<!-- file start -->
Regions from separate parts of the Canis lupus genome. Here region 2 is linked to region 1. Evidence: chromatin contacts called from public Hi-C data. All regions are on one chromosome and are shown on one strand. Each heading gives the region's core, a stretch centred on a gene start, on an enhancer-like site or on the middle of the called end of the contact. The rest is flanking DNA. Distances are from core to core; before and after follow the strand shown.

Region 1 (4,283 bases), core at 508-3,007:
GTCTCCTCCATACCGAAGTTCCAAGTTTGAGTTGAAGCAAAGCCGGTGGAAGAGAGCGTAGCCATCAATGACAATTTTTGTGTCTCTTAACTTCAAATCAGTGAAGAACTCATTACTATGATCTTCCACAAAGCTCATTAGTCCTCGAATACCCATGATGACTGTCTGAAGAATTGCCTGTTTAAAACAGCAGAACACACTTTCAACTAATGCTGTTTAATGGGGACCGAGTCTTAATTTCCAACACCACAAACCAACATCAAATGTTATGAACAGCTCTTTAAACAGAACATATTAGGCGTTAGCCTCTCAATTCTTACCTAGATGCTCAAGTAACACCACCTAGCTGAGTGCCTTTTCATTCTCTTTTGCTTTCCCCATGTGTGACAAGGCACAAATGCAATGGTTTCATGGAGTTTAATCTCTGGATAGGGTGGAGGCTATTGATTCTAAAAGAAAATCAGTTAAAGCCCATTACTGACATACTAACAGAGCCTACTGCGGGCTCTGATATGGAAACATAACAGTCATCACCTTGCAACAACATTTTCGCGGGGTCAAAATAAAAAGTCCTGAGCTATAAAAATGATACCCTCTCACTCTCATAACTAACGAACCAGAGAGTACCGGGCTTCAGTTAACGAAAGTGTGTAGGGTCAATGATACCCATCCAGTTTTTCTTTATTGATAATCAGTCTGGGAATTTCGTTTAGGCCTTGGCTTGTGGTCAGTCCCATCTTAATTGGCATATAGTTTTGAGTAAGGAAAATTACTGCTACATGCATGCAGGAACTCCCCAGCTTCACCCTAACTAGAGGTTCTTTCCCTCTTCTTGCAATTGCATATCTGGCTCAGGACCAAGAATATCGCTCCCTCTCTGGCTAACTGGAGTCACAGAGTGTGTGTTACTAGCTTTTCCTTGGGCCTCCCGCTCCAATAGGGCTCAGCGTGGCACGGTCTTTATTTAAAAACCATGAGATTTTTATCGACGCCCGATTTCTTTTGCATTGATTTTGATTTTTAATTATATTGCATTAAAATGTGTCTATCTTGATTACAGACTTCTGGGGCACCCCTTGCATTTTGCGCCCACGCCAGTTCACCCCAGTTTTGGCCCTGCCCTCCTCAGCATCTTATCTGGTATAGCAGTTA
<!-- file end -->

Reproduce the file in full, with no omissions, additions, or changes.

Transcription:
Regions from separate parts of the Canis lupus genome. Here region 2 is linked to region 1. Evidence: chromatin contacts called from public Hi-C data. All regions are on one chromosome and are shown on one strand. Each heading gives the region's core, a stretch centred on a gene start, on an enhancer-like site or on the middle of the called end of the contact. The rest is flanking DNA. Distances are from core to core; before and after follow the strand shown.

Region 1 (4,283 bases), core at 508-3,007:
GTCTCCTCCATACCGAAGTTCCAAGTTTGAGTTGAAGCAAAGCCGGTGGAAGAGAGCGTAGCCATCAATGACAATTTTTGTGTCTCTTAACTTCAAATCAGTGAAGAACTCATTACTATGATCTTCCACAAAGCTCATTAGTCCTCGAATACCCATGATGACTGTCTGAAGAATTGCCTGTTTAAAACAGCAGAACACACTTTCAACTAATGCTGTTTAATGGGGACCGAGTCTTAATTTCCAACACCACAAACCAACATCAAATGTTATGAACAGCTCTTTAAACAGAACATATTAGGCGTTAGCCTCTCAATTCTTACCTAGATGCTCAAGTAACACCACCTAGCTGAGTGCCTTTTCATTCTCTTTTGCTTTCCCCATGTGTGACAAGGCACAAATGCAATGGTTTCATGGAGTTTAATCTCTGGATAGGGTGGAGGCTATTGATTCTAAAAGAAAATCAGTTAAAGCCCATTACTGACATACTAACAGAGCCTACTGCGGGCTCTGATATGGAAACATAACAGTCATCACCTTGCAACAACATTTTCGCGGGGTCAAAATAAAAAGTCCTGAGCTATAAAAATGATACCCTCTCACTCTCATAACTAACGAACCAGAGAGTACCGGGCTTCAGTTAACGAAAGTGTGTAGGGTCAATGATACCCATCCAGTTTTTCTTTATTGATAATCAGTCTGGGAATTTCGTTTAGGCCTTGGCTTGTGGTCAGTCCCATCTTAATTGGCATATAGTTTTGAGTAAGGAAAATTACTGCTACATGCATGCAGGAACTCCCCAGCTTCACCCTAACTAGAGGTTCTTTCCCTCTTCTTGCAATTGCATATCTGGCTCAGGACCAAGAATATCGCTCCCTCTCTGGCTAACTGGAGTCACAGAGTGTGTGTTACTAGCTTTTCCTTGGGCCTCCCGCTCCAATAGGGCTCAGCGTGGCACGGTCTTTATTTAAAAACCATGAGATTTTTATCGACGCCCGATTTCTTTTGCATTGATTTTGATTTTTAATTATATTGCATTAAAATGTGTCTATCTTGATTACAGACTTCTGGGGCACCCCTTGCATTTTGCGCCCACGCCAGTTCACCCCAGTTTTGGCCCTGCCCTCCTCAGCATCTTATCTGGTATAGCAGTTA